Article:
The decision to attend culinary school was mine, but I owe my former boyfriend a lot of credit for helping me come to that realization. Our relationship was rooted in food from the beginning, something we both found happiness in and loved to explore and share with one another. We went on a culinary journey around New York City and were fortunate enough to have multiple opportunities to continue that journey around the country and abroad. I first discovered zapote on our visit to Lake Atitlan in Guatemala, shared some of the best dim sum I’ve ever tasted in Vancouver, tried duck confit for the first time together in the Berkshires, got lost in the mountains of Puerto Rico while on the hunt for Lechon in Guavate, drank port in the streets of Lisbon, had my favorite bite of an egg at at gem of a tapas place in Seville, and learned to love braised lamb shanks thanks to Elote, one of our favorite restaurants in Sedona. Every dining experience at home and abroad was an excuse to taste new foods and share in that experience together. We were adventurous eaters, always eager to try something new, but one cuisine we always reverted back to and continually found comfort in was Italian. Sadly, we never made it to Italy together. I still plan to go someday (maybe with a new partner who loves food as much as I do), but until then, I’m taking a trip there in the only way I know how to right now: through my grief. With all things in life, change is inevitable, and the only way to survive it is to embrace it. In an effort to accept and embrace my new life path, which I still can’t quite see clearly, I ventured down memory lane and recreated a favorite Italian meal of ours, but with a unique twist, because I believe that’s what relationships are: familiar but ever-changing in an interesting and hopefully positive way. I leave you with my take on Tuscan ragu and tiramisu. To love and food! Enjoy.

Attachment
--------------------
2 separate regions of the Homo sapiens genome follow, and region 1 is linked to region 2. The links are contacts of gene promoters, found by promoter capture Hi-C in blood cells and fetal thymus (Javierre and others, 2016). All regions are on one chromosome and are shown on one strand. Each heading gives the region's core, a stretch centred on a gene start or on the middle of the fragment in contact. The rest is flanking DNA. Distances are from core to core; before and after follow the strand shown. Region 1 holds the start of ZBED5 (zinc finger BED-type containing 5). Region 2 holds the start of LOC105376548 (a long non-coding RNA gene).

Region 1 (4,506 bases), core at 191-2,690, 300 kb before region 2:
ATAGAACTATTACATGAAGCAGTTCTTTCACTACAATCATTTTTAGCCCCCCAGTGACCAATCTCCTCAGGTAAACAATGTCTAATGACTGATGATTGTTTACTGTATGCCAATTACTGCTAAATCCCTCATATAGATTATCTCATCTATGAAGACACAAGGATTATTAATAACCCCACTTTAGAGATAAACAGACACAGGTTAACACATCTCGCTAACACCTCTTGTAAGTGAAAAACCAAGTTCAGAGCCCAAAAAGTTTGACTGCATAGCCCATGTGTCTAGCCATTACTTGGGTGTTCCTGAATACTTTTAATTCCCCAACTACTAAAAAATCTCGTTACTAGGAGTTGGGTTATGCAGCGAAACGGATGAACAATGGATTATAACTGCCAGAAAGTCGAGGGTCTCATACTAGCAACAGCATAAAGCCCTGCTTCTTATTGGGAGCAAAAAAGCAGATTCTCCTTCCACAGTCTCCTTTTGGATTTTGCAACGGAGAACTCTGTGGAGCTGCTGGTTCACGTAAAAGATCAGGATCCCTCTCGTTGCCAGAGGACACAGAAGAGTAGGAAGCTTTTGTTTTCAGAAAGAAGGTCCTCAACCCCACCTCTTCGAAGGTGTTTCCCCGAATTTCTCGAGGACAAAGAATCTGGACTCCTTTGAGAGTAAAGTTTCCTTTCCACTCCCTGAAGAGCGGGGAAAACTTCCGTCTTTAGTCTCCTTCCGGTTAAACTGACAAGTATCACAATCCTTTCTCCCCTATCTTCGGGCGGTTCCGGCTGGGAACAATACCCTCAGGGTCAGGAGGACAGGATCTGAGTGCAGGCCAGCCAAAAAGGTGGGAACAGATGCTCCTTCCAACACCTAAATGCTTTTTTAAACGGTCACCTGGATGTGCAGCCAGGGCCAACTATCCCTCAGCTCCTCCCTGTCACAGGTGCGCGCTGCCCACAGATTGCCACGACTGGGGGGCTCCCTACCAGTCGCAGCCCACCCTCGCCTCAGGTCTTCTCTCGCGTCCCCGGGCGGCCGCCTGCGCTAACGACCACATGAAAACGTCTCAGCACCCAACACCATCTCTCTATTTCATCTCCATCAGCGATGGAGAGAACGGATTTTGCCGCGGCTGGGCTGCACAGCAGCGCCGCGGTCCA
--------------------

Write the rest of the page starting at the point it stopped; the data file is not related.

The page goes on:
Brooklyn, EAT your heart out!
- 1/2 pound Fusilli pasta, or any long shaped pasta of your choice
- 1 pound sweet Italian sausage, ground or out of the casing
- 2 carrots, small dice
- 2 stalks celery, small dice
- 1/2 large onion or 1 medium onion, small dice
- 2 garlic gloves, minced
- 1 cup peas
- 28 ounces San Marzano tomatoes
- 1/4 cup water
- 2 tablespoons tomato paste
- 1 tablespoon sugar
- 2 tablespoons red pepper flakes, plus some extra for garnish (optional)
- 2 sprig thyme
- 2 sprig rosemary
- Oil, as needed
- Salt and pepper, as needed
- 2 tablespoons parsley, minced, for garnish
- Parmesan, grated (optional)
- Render sausage in pan with oil
- Add carrot, celery, onion, and garlic
- Cook over medium heat until sausage is brown and veggies are tender, about 30-40 minutes
- Add San Marzano tomatoes and water, and bring to boil
- Stir in tomato paste, sugar, red pepper flakes, and season with salt and pepper
- Add thyme and rosemary sprigs, lower heat and let simmer for 1 hour
- Add peas and let simmer for another 15-20 minutes
- While the sauce is simmering, bring a salted pot of water to a boil and cook the pasta
- Drain pasta and set aside
- Taste sauce and adjust seasoning as needed
- Mix sauce into the pasta
- Garnish with parsley, parmesan and red pepper flakes
- Plate and enjoy!
Tiramisu (Mascarpone Cream Pudding with Ladyfingers and Rum Soaked Currants)
Servings: 1-10×8 inch serving dish, roughly 10 – 12
- 2 cups heavy whipping cream
- 6 egg yolks
- 24 ounces mascarpone
- 1 cup sugar
- 3 cups coffee
- 2 tablespoons vanilla liquor, or other coffee flavored liquor of your choice
- 3 teaspoons vanilla extract
- 24 ladyfinger cookies
- 3 tablespoons currants, soaked overnight in rum
- 2 tablespoons unsweetened cocoa powder
- 2 tablespoons cinnamon
- Mix heavy whipping cream until peaks form, and set aside
- In a separate bowl, mix egg yolks and sugar until tripled in size
- Mix in the mascarpone and vanilla extract
- Fold the whip cream into the mascarpone and egg mixture
- In another bowl, combine the coffee and liquor
- One by one, dip ladyfingers into the coffee/liquor mixture, and cover the bottom of the serving dish
- Top with a layer of the whip cream mixture and currants
- Continue alternating layers of ladyfingers, the whip cream mixture, and currants, ending with a layer of whip cream
- Mix the cocoa powder and cinnamon, and sprinkle on top
- Cover and refrigerate 4 – 6 hours, if not overnight. Note the longer this dish sits in the fridge the firmer it gets. If you prefer a more pudding like consistency keep in the fridge for 4 hours, and overnight if you prefer more density.
- Plate and enjoy!